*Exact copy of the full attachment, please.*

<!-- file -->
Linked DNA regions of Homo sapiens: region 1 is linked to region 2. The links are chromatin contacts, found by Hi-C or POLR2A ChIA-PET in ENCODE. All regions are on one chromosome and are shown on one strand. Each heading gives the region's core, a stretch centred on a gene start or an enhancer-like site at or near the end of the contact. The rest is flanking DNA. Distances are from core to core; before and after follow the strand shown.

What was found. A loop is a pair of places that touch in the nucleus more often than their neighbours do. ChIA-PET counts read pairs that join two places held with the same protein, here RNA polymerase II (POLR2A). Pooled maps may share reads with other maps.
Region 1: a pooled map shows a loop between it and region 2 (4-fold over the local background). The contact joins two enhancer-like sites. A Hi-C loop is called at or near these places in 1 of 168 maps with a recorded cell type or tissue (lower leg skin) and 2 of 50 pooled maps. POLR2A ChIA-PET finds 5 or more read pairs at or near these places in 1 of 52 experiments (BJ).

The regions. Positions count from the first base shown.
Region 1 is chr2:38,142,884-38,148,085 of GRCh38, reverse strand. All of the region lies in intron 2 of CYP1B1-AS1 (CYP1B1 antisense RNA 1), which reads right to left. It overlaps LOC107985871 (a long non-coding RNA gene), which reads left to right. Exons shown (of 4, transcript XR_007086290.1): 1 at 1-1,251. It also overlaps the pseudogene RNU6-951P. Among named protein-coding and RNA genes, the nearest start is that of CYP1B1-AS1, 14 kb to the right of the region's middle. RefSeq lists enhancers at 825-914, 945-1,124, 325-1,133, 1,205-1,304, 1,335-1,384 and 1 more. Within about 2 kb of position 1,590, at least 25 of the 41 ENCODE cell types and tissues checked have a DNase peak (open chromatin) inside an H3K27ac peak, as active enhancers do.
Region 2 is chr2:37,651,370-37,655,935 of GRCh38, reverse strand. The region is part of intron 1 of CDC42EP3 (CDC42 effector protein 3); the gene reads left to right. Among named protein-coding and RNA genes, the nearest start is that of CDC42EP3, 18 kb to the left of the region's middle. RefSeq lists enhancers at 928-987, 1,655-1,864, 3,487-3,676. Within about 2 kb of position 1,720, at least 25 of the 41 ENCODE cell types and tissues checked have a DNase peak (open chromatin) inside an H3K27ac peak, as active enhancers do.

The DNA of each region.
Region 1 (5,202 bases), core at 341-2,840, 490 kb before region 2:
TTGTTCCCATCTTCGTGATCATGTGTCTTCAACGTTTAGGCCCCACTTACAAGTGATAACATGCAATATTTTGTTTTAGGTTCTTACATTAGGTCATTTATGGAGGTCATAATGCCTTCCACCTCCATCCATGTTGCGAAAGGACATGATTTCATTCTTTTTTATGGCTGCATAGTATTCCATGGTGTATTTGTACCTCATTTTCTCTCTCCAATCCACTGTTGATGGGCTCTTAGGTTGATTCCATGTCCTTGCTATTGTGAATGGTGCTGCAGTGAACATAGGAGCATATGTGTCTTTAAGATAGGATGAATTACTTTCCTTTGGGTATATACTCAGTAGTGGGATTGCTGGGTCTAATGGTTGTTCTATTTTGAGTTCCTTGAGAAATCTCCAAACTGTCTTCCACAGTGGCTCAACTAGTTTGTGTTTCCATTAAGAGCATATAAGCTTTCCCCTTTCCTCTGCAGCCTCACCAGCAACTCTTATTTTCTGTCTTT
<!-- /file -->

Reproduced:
Linked DNA regions of Homo sapiens: region 1 is linked to region 2. The links are chromatin contacts, found by Hi-C or POLR2A ChIA-PET in ENCODE. All regions are on one chromosome and are shown on one strand. Each heading gives the region's core, a stretch centred on a gene start or an enhancer-like site at or near the end of the contact. The rest is flanking DNA. Distances are from core to core; before and after follow the strand shown.

What was found. A loop is a pair of places that touch in the nucleus more often than their neighbours do. ChIA-PET counts read pairs that join two places held with the same protein, here RNA polymerase II (POLR2A). Pooled maps may share reads with other maps.
Region 1: a pooled map shows a loop between it and region 2 (4-fold over the local background). The contact joins two enhancer-like sites. A Hi-C loop is called at or near these places in 1 of 168 maps with a recorded cell type or tissue (lower leg skin) and 2 of 50 pooled maps. POLR2A ChIA-PET finds 5 or more read pairs at or near these places in 1 of 52 experiments (BJ).

The regions. Positions count from the first base shown.
Region 1 is chr2:38,142,884-38,148,085 of GRCh38, reverse strand. All of the region lies in intron 2 of CYP1B1-AS1 (CYP1B1 antisense RNA 1), which reads right to left. It overlaps LOC107985871 (a long non-coding RNA gene), which reads left to right. Exons shown (of 4, transcript XR_007086290.1): 1 at 1-1,251. It also overlaps the pseudogene RNU6-951P. Among named protein-coding and RNA genes, the nearest start is that of CYP1B1-AS1, 14 kb to the right of the region's middle. RefSeq lists enhancers at 825-914, 945-1,124, 325-1,133, 1,205-1,304, 1,335-1,384 and 1 more. Within about 2 kb of position 1,590, at least 25 of the 41 ENCODE cell types and tissues checked have a DNase peak (open chromatin) inside an H3K27ac peak, as active enhancers do.
Region 2 is chr2:37,651,370-37,655,935 of GRCh38, reverse strand. The region is part of intron 1 of CDC42EP3 (CDC42 effector protein 3); the gene reads left to right. Among named protein-coding and RNA genes, the nearest start is that of CDC42EP3, 18 kb to the left of the region's middle. RefSeq lists enhancers at 928-987, 1,655-1,864, 3,487-3,676. Within about 2 kb of position 1,720, at least 25 of the 41 ENCODE cell types and tissues checked have a DNase peak (open chromatin) inside an H3K27ac peak, as active enhancers do.

The DNA of each region.
Region 1 (5,202 bases), core at 341-2,840, 490 kb before region 2:
TTGTTCCCATCTTCGTGATCATGTGTCTTCAACGTTTAGGCCCCACTTACAAGTGATAACATGCAATATTTTGTTTTAGGTTCTTACATTAGGTCATTTATGGAGGTCATAATGCCTTCCACCTCCATCCATGTTGCGAAAGGACATGATTTCATTCTTTTTTATGGCTGCATAGTATTCCATGGTGTATTTGTACCTCATTTTCTCTCTCCAATCCACTGTTGATGGGCTCTTAGGTTGATTCCATGTCCTTGCTATTGTGAATGGTGCTGCAGTGAACATAGGAGCATATGTGTCTTTAAGATAGGATGAATTACTTTCCTTTGGGTATATACTCAGTAGTGGGATTGCTGGGTCTAATGGTTGTTCTATTTTGAGTTCCTTGAGAAATCTCCAAACTGTCTTCCACAGTGGCTCAACTAGTTTGTGTTTCCATTAAGAGCATATAAGCTTTCCCCTTTCCTCTGCAGCCTCACCAGCAACTCTTATTTTCTGTCTTT